Caging Animals on Factory Farms Is Bad for the Environment

Confined animal feeding operations (CAFOs) confine enormous numbers of egg-laying hens, breeding pigs, and veal calves in cages so small they can barely move. They produce enormous and extremely concentrated amounts of waste that pollute water and air and threaten public health in neighboring communities.

Voting Yes on Ballot Question 3 would protect our rivers, air, and health as well as reduce animal suffering.


Traditional farmers balance the number of animals with the land’s capacity to absorb the nutrients from the manure. It replenishes the soil and fertilizes the crops.
In contrast to traditional farmers, CAFOs often do not recycle nutrients. It is expensive to transport enormous amounts of manure for disposal so it is often over-applied to nearby fields or stored in giant lagoons that emit harmful gases and spill or leach into waterways.

The waste from CAFOs endangers neighboring communities. The fecal matter contains pathogens and heavy metals as well as large amounts of nitrogen and phosphorous. It leaches into rivers and bays causing deadly algal blooms.


Animal agriculture is responsible for more greenhouse gas emissions, measured in CO2-equivalent, than all forms of transportation combined, according to the Food and Agriculture Organization of the United Nations.


In California’s San Bernardino County, Hoover Ranch converted its caged-hen operation into a cage-free operation to alleviate some of the problems the facility caused for local residents, including intense odors and swarms of flies. A local news article noted some of the benefits of converting to a cage-free operation:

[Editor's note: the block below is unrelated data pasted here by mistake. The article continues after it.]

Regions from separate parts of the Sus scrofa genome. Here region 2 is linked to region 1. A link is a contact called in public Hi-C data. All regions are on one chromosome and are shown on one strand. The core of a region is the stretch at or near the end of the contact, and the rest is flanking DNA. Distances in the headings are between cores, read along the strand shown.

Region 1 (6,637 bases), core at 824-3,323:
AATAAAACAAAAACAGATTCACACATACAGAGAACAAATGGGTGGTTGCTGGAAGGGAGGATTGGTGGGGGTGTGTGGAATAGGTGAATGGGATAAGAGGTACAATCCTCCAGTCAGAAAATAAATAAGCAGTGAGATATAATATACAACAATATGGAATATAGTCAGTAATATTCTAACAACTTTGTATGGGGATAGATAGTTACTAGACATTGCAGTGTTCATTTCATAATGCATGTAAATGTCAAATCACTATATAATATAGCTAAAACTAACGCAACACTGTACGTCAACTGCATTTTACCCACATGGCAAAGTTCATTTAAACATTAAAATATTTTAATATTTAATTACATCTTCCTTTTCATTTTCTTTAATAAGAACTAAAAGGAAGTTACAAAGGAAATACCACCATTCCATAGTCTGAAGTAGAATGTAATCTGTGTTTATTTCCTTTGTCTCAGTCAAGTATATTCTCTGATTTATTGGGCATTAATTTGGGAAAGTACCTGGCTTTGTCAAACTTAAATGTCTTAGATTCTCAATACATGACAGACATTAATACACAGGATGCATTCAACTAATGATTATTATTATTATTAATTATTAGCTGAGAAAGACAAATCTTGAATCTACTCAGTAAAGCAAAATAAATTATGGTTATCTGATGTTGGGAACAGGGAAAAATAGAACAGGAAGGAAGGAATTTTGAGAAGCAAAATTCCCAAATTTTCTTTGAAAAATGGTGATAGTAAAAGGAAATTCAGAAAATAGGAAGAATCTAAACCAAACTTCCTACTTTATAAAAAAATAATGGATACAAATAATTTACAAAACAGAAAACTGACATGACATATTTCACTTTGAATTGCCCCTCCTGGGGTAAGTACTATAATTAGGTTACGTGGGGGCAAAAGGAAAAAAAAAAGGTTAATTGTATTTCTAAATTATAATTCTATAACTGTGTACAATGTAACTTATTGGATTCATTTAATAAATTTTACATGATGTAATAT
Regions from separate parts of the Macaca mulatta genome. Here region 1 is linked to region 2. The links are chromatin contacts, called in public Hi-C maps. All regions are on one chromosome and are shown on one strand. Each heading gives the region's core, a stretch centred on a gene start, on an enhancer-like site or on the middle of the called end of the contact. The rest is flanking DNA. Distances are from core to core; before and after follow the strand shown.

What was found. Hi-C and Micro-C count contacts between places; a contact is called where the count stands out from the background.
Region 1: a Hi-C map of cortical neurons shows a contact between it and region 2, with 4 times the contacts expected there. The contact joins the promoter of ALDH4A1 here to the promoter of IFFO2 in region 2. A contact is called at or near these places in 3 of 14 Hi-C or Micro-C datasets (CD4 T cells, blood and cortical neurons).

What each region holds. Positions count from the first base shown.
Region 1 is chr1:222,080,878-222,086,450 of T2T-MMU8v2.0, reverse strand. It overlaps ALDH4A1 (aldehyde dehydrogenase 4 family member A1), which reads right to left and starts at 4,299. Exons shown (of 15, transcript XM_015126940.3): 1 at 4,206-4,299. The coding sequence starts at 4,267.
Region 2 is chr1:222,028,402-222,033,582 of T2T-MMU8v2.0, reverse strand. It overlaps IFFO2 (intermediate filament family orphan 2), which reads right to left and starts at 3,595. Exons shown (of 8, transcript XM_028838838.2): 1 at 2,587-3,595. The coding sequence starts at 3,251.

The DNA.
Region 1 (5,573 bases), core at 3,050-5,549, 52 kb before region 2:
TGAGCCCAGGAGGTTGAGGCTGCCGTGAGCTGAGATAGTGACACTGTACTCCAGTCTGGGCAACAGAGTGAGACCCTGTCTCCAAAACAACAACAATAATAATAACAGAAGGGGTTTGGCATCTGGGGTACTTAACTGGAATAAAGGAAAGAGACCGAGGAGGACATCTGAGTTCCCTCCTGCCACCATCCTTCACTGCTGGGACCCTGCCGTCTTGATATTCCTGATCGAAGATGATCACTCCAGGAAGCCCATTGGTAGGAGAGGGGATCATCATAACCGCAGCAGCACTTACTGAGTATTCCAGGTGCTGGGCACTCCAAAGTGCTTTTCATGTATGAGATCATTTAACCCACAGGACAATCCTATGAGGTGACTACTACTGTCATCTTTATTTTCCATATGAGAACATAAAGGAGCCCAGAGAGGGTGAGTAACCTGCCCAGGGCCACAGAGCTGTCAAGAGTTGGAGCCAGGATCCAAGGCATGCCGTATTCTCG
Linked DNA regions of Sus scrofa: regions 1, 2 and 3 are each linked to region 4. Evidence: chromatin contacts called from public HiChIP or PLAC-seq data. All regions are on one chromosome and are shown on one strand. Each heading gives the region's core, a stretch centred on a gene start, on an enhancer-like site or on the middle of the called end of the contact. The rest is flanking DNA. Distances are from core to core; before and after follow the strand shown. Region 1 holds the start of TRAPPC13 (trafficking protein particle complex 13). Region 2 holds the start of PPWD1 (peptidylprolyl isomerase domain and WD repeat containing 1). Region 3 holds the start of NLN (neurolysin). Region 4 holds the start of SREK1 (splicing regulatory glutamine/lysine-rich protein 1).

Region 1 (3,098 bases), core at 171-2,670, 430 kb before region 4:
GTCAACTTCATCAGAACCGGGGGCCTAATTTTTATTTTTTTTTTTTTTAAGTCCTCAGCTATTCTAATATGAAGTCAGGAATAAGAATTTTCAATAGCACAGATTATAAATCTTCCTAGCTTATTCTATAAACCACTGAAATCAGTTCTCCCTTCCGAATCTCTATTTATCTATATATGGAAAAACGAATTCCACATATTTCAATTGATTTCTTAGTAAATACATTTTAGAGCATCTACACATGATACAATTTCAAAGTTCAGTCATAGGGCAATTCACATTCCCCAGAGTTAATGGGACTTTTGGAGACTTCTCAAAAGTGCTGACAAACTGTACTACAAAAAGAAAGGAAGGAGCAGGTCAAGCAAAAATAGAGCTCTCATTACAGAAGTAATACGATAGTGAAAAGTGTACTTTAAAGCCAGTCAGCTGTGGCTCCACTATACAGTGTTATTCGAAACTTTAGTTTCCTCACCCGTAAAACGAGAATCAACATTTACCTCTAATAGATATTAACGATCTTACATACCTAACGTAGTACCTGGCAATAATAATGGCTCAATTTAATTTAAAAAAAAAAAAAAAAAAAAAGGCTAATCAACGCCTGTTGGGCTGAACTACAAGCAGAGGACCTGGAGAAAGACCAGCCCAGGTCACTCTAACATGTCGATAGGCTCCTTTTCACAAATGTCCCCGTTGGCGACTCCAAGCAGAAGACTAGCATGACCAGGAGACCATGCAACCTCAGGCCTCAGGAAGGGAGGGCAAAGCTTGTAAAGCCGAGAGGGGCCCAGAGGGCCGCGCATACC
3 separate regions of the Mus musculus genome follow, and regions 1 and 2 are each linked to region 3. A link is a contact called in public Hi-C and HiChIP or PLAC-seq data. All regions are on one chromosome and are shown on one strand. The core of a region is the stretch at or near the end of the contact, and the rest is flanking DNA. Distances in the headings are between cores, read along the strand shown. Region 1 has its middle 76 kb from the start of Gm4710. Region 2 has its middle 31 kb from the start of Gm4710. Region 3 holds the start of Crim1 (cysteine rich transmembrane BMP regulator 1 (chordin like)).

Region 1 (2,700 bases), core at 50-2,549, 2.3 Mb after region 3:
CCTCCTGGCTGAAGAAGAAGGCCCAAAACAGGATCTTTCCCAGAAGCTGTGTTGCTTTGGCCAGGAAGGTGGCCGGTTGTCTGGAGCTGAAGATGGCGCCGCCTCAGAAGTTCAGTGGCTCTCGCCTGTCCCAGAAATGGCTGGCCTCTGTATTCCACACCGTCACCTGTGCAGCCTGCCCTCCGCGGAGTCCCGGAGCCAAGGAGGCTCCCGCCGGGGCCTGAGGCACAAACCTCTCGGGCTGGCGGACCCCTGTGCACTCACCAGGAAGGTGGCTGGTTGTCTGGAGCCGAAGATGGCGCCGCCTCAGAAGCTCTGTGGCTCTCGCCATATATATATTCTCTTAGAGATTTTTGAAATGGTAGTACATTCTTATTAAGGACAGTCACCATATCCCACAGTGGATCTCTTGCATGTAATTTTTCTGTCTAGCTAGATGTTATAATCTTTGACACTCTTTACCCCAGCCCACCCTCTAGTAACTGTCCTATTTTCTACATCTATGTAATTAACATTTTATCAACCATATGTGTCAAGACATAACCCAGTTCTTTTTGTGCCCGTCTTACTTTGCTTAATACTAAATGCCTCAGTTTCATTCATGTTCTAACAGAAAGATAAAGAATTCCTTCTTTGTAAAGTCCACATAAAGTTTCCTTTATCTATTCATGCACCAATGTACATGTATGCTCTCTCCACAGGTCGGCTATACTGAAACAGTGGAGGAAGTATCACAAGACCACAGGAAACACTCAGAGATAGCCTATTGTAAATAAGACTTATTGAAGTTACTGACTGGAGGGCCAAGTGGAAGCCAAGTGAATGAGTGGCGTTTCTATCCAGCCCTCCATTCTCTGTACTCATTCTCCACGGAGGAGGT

“In a cage- free environment, the chickens would live in the existing chicken houses, but on the ground instead of in the current set-up of double-stacked cages. Wet manure in the existing operation allows flies to breed. In the cage-free setting, foraging chickens will consume the fly larvae, according to a city staff report.”  This conversion to a cage-free facility “should mean 60,000 fewer chickens than the 192,000 now in the houses.” By eliminating the use of battery cages in egg CAFOs, fewer birds are confined in existing sheds, resulting in less concentrated waste at each operation.


The Pew Commission on Industrial Farm Animal Production found that the factory farming system “often poses unacceptable risks to public health, the environment and the welfare of the animals themselves.”

Question 3 would give animals space to stand up, turn around and extend their limbs. It would be an important step towards reducing the environmental harm (as well as animal suffering) caused by CAFOs. Many environmental and sustainability groups such as the MA Sierra Club, the MA Climate Action Network and Green Newton as well as Farms and Farmers,  Veterinary Professionals, Community Leaders and Businesse have endorsed Question 3.

For more information on the food safety, public health and economic benefits of Question 3 go to

By Ellie Goldberg,Green Newton Advisory Board Member